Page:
Recording Your Students…

…secretly, and in case they are suspicious, why else? Of course I jest, I’m taking about recording your students to help improve their English.

I’ve done it like this: students work in groups to produce a presentation of some kind – I specifically remember using this with Cutting Edge Upper Intermediate’s holiday lesson (Module 6?). They worked in pairs, chose a holiday, and came up with a four or five minute presentation on it, which they recorded and then played for the class. But why record it when they can just give the speech in person, or in pairs, and that way get either more speaking time or more time for some other activity?, one student asked. Well, that’s a good point, and I certainly wouldn’t ask them to record themselves in this way every time, but one reason for doing it this is just variety (which is of course the spice of life). There’s also a bit more pressure to produce something good – and good at different levels – when you know it will be recorded and played
back. It can also be useful for learners to hear themselves speak when they aren’t actually speaking and thinking about what they are going to say next.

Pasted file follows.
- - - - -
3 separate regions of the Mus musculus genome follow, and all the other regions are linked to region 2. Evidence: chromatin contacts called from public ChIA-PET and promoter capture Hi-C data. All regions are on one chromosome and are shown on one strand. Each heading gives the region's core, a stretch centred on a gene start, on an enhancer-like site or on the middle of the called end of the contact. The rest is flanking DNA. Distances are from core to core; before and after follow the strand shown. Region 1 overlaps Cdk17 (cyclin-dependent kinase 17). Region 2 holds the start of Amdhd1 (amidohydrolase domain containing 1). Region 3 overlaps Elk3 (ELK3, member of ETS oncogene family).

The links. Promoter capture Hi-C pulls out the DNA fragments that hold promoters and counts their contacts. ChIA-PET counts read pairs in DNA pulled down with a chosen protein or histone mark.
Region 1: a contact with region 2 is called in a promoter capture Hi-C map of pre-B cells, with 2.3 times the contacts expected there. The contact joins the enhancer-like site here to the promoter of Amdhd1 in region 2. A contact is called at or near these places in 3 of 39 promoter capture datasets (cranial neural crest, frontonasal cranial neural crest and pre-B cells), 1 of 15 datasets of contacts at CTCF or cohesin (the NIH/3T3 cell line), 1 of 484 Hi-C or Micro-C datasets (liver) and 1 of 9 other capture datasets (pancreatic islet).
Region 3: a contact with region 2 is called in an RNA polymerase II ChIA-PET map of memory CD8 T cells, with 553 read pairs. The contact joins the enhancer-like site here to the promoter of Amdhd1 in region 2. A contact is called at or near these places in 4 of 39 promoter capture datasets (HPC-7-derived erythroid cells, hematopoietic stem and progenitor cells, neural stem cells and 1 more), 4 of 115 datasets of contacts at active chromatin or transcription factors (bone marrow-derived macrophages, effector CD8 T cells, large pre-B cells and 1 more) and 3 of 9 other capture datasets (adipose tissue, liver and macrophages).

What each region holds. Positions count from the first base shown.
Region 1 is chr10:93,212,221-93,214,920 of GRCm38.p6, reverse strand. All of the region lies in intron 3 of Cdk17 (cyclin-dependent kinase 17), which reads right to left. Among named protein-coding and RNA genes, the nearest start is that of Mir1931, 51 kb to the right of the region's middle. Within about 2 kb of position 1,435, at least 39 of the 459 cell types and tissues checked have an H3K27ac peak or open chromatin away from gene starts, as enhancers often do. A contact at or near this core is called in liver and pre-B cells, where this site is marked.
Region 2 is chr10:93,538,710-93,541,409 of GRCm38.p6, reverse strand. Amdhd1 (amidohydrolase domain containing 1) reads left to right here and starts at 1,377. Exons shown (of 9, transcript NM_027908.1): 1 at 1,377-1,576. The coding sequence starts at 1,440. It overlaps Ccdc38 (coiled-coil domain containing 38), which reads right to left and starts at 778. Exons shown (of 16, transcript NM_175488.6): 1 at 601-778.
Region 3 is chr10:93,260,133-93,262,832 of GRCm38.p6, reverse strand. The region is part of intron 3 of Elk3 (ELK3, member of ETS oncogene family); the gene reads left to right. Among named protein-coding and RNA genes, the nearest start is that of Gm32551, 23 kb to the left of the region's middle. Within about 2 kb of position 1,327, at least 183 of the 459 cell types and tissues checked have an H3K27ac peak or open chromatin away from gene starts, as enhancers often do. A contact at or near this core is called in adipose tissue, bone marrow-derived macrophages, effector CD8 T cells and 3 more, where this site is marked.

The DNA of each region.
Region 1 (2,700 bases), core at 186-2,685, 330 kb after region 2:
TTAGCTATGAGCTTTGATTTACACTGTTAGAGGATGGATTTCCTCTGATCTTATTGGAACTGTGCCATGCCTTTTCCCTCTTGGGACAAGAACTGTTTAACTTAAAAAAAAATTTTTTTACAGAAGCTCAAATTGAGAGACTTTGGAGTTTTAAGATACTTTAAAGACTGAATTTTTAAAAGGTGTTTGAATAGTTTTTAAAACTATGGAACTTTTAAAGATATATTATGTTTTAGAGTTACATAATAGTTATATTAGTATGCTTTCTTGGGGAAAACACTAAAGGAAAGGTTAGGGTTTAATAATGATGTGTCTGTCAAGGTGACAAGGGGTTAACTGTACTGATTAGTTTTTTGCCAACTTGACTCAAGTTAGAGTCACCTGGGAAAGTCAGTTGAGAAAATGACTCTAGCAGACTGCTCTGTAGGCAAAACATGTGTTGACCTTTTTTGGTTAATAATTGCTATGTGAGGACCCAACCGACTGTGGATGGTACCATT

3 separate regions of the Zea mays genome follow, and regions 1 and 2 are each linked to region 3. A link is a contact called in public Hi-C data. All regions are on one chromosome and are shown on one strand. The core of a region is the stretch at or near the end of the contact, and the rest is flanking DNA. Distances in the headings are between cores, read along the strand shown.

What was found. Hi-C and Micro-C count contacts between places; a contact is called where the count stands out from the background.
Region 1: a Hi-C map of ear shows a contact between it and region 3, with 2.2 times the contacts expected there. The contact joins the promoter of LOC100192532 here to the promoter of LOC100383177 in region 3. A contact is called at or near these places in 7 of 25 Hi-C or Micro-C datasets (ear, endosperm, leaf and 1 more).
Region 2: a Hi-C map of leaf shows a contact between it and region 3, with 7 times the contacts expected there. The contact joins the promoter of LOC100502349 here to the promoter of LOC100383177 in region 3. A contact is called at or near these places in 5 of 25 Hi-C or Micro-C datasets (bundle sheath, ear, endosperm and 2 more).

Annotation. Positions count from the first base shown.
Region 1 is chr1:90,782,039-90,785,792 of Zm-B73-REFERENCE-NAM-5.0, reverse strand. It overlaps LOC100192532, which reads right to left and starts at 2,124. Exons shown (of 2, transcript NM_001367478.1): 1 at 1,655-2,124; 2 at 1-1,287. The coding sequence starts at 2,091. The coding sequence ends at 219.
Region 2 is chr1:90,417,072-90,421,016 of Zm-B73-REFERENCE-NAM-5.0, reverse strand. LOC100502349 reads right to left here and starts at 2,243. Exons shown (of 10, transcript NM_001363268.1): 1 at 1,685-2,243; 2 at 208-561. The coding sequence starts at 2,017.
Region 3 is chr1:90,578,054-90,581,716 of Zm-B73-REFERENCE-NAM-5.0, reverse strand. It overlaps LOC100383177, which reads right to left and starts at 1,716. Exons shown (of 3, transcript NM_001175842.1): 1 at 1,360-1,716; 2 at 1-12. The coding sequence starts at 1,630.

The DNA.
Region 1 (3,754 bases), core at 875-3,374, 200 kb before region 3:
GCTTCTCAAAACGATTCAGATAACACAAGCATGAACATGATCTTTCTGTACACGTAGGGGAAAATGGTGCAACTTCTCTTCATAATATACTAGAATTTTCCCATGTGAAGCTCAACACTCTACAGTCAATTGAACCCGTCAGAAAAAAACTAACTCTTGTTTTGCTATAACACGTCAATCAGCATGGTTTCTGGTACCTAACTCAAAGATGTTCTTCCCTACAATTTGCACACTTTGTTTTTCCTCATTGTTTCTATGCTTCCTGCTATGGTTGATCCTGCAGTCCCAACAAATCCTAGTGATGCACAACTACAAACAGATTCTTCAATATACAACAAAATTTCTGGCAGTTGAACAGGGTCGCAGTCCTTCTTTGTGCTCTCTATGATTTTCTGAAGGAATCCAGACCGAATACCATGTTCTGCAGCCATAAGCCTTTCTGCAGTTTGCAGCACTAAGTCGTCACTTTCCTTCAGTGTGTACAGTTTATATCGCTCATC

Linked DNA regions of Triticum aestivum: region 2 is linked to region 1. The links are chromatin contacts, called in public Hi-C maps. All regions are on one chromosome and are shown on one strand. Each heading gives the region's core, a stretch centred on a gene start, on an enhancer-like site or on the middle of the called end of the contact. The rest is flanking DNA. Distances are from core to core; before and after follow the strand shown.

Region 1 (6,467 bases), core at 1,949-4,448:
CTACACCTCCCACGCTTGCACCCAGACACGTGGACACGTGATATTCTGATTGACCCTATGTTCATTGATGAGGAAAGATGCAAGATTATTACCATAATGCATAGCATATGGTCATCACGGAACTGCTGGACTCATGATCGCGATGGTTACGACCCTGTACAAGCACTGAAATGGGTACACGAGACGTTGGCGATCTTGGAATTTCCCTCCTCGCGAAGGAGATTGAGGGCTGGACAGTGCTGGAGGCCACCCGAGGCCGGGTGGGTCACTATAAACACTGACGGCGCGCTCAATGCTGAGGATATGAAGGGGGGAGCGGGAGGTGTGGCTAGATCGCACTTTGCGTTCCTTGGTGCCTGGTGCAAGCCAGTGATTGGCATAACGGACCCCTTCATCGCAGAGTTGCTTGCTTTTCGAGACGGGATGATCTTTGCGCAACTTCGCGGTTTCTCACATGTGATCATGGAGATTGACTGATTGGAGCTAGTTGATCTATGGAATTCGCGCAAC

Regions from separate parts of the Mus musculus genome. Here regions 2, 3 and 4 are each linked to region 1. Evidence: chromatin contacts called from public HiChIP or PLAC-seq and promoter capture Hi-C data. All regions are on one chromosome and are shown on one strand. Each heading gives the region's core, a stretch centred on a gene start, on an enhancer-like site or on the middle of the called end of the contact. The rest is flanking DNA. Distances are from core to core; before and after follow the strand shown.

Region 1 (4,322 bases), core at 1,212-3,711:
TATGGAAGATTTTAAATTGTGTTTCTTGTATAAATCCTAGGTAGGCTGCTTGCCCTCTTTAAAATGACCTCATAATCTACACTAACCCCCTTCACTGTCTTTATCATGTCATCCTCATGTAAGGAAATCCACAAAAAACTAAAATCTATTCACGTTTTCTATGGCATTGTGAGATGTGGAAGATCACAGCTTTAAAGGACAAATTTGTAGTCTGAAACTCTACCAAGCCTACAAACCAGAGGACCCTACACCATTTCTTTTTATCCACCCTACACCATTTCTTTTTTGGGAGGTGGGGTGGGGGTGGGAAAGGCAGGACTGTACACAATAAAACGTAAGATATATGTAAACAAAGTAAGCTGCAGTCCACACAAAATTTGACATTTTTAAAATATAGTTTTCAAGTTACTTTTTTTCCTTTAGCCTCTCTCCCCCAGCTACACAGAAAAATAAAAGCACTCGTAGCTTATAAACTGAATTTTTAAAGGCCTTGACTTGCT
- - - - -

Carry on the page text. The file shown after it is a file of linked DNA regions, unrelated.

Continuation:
One option for the follow-up is that you can also transcribe it – though I’d be cautious about it singling people out (he made this mistake, you made this one) – and see if students can pick out some of their own mistakes. I’d use this to help make the point that practice is important – even when they know a grammar point, they may make mistakes under the pressure of speaking. So instead of studying the grammar point they already know, they should practice speaking more; there will be less and less pressure when they speak and accordingly fewer mistakes.

I haven’t done this personally, but it would be fun to keep the first recording, record your students much later, and then play it back as an audio record of their progress. I think many would be surprised and pleased to note their own progress.